Be hungry for nutrition, not junk


Makayla Archambeault

Oreos, Doritos, Sprite and Coke are all examples of junk food in America. Though junk food is not always bad, overconsumption of these products could lead to many health issues.

Juli Mejia, Editor In Chief

“I’m thankful for the food on my plate.” A line that is common in the average Thanksgiving celebration, this gratitude carries with it hidden significance, like the stuffing in a large, roasted turkey.

 As food in the United States is mostly processed, you can never really be sure what it is you are eating. How much of this meal that unifies families and celebrates aspects of life is truly something to be thankful for? 

Though Thanksgiving meals are not necessarily the types of food I reference, I have the argument that the American markets are designed to be detrimental to the average civilian, and are still not being properly addressed. 

In the United States, being healthy is a commitment. The number of people who make properly cooked meals are fortunate enough to have the time and have to have an excessive amount of self-control in order to remain their healthy selves. Doesn’t seem too difficult, does it? But the way stores and production companies lure consumers to their products using design and display is comparable to the tempting Sirens in Greek Mythology. In this case, however, the average American doesn’t have beeswax.

 If products weren’t tempting enough already, they also are mass-produced for cheap prices to accommodate the consumerist society we live in. I mean $4 for a dinner is an absolute steal for any debted individual, and cheapskates couldn’t be more thrilled to save a few bucks. I mean, who cares about health if you have extra change in your pocket, right?

It’s extremely important to address, however, that healthy foods are always more expensive. While some people who eat fast food can afford to consume healthier products, there are also many individuals who would feel the need to save as much as necessary in order to survive. Still, fast food doesn’t have to be the only option, as it is for many Americans. 

 According to Abecs, “many Americans eat a lot of fast food. It was determined that one in four of them consume fast food daily.”

That’s 82,375,000 people. 82.4 million. And, if it weren’t obvious enough, that number is far higher than it should be.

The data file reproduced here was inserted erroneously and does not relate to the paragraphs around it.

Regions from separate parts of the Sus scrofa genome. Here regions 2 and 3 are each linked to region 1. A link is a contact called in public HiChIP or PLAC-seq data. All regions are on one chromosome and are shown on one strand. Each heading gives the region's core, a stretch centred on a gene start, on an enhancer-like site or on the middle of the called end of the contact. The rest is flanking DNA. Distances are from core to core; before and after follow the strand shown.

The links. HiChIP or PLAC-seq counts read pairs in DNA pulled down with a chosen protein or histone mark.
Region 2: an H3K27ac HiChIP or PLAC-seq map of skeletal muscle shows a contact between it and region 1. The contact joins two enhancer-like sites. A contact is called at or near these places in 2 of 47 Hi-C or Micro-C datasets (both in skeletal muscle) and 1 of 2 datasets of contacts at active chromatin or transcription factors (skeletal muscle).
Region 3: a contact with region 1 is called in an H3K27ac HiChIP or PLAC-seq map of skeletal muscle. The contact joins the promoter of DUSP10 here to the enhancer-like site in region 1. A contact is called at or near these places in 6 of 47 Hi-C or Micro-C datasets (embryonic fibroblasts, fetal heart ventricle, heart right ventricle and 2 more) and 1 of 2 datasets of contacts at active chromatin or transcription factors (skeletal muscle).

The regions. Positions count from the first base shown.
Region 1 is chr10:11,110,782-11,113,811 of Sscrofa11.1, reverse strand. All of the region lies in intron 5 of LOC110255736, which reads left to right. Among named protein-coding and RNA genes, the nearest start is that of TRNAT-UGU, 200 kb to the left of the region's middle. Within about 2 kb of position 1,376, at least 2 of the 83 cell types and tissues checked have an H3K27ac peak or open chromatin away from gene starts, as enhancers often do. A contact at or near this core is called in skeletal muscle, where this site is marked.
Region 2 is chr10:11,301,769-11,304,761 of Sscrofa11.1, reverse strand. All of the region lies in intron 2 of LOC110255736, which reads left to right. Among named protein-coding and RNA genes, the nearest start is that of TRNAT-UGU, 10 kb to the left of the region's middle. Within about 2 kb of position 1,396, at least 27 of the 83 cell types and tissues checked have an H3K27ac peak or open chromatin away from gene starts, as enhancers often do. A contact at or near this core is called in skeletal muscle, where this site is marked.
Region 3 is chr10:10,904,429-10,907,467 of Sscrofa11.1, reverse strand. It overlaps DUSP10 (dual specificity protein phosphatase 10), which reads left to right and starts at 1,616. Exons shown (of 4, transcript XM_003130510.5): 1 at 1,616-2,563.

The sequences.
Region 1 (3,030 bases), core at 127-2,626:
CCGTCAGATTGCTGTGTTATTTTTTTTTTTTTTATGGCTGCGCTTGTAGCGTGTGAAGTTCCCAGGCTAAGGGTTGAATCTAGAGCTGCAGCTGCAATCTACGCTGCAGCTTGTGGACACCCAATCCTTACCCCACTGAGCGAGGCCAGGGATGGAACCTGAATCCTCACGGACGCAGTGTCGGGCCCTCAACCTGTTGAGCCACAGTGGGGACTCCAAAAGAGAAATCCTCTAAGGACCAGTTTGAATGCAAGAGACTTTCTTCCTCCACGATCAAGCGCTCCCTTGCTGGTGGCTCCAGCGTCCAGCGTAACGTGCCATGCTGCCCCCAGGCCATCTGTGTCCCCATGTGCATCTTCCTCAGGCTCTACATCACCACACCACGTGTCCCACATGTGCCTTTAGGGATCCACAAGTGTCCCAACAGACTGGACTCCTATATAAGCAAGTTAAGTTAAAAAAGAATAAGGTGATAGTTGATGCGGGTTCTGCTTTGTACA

Comparably to the United Kingdom, the United States has far more fast food consumption. “In 2019-2020, when asked how often [U.K residents] eat out at fast-food restaurants, 16% of 18-24-year-old respondents said at least once a week, compared to just 4% of 65 and over,” according to a survey conducted by Kitchen Stories.

16%, in this case, is only applicable to a small number of young people who eat at least once a week, compared to the estimated one out of four that eat out daily here. Putting that into perspective, there are over four times as many people who eat fast food in the United States, a realization that questions if the Founding Fathers should’ve asked Great Britain for a better diet plan along with liberty. 

In reference to other countries, there is also a stereotype of the United States that we, unfortunately, live up to; hamburgers. 

Every country has some random stereotype associated with them; Germans love beer a little too much, Canadians only care about hockey and Russians are strong, overpowering individuals. Still, when my foreign cousins come to America only to be surprised that there aren’t more obese people, it’s hard not to acknowledge our reputation around the world. 

At the end of the day, food is food. At least, that’s the mindset I’ve seen here in the United States. My parents, for example, honor mealtime and are annoyed when I don’t do the same. They believe eating food, especially at dinner time is something you do with only food on your mind. I’ve spent many nights doing homework first and eating second, something I’ve realized is not healthy and demonstrates how, though we’re busy, meals aren’t being prioritized as they should. 

Something I’ve noticed as I grow up is how quickly we want to finish our food– it’s become more about filling our stomachs instead of what we fill our stomachs with. When I was young, I had a friend who used to have mac and cheese every day for nearly every meal because her mom was too busy to make her food and she loved it either way. I was always jealous because my mom would make-at-home meals that had far too many vegetables with not nearly enough synthetic cheese. Now I realize how lucky I was to have a mother who forced me to want to be nutritional, something that I don’t see as often in many of my friends. 

It’s easier to be unhealthy, so I understand why so many people here do it, but there needs to be an acknowledgment of how important it is to make good choices for your meals. It may take up a couple of extra minutes and cost a few extra dollars, but being healthy will also help you reduce a lot of physical challenges that will in the long run cost you more time and money. It also feels good to eat healthy, compared to eating junk food that makes you feel uncomfortably full. 

Though Thanksgiving is a time where we get together with our families and share a delicious meal, make sure that you know exactly what you are thankful for and how the food you are eating is impacting you. Along with that, do not forget to mention how thankful you are for your health and its importance in your life.